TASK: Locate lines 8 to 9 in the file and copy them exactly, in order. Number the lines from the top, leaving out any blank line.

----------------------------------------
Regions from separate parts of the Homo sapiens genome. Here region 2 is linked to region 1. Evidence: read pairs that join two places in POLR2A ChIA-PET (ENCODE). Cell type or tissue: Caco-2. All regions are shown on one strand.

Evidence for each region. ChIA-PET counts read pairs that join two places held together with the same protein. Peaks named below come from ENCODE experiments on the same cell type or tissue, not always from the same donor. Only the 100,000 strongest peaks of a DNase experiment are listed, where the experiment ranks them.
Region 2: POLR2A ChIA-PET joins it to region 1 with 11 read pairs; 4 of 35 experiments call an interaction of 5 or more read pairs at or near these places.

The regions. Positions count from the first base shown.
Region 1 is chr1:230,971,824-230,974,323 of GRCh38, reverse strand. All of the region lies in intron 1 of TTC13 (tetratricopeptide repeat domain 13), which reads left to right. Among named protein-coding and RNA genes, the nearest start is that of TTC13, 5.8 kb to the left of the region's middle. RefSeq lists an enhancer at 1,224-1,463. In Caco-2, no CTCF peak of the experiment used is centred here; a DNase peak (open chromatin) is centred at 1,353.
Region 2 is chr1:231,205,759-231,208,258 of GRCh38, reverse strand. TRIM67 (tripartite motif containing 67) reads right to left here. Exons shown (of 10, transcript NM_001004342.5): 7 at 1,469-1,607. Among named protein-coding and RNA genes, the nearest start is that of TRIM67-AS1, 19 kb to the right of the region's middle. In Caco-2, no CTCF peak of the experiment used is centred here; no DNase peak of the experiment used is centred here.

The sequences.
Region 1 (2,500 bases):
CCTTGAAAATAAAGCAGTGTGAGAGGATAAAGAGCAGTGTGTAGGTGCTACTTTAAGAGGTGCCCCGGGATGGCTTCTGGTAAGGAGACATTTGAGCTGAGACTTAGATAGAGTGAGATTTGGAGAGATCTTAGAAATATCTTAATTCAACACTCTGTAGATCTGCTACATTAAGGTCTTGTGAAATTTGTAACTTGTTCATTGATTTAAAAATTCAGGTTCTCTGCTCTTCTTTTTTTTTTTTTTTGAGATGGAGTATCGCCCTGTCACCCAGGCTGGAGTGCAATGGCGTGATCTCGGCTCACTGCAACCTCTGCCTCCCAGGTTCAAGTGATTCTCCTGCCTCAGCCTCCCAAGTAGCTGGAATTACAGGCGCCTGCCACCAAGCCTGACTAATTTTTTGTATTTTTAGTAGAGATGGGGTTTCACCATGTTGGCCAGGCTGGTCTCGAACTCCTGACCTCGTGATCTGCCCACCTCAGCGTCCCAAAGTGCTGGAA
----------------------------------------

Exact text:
Region 1 (2,500 bases):
CCTTGAAAATAAAGCAGTGTGAGAGGATAAAGAGCAGTGTGTAGGTGCTACTTTAAGAGGTGCCCCGGGATGGCTTCTGGTAAGGAGACATTTGAGCTGAGACTTAGATAGAGTGAGATTTGGAGAGATCTTAGAAATATCTTAATTCAACACTCTGTAGATCTGCTACATTAAGGTCTTGTGAAATTTGTAACTTGTTCATTGATTTAAAAATTCAGGTTCTCTGCTCTTCTTTTTTTTTTTTTTTGAGATGGAGTATCGCCCTGTCACCCAGGCTGGAGTGCAATGGCGTGATCTCGGCTCACTGCAACCTCTGCCTCCCAGGTTCAAGTGATTCTCCTGCCTCAGCCTCCCAAGTAGCTGGAATTACAGGCGCCTGCCACCAAGCCTGACTAATTTTTTGTATTTTTAGTAGAGATGGGGTTTCACCATGTTGGCCAGGCTGGTCTCGAACTCCTGACCTCGTGATCTGCCCACCTCAGCGTCCCAAAGTGCTGGAA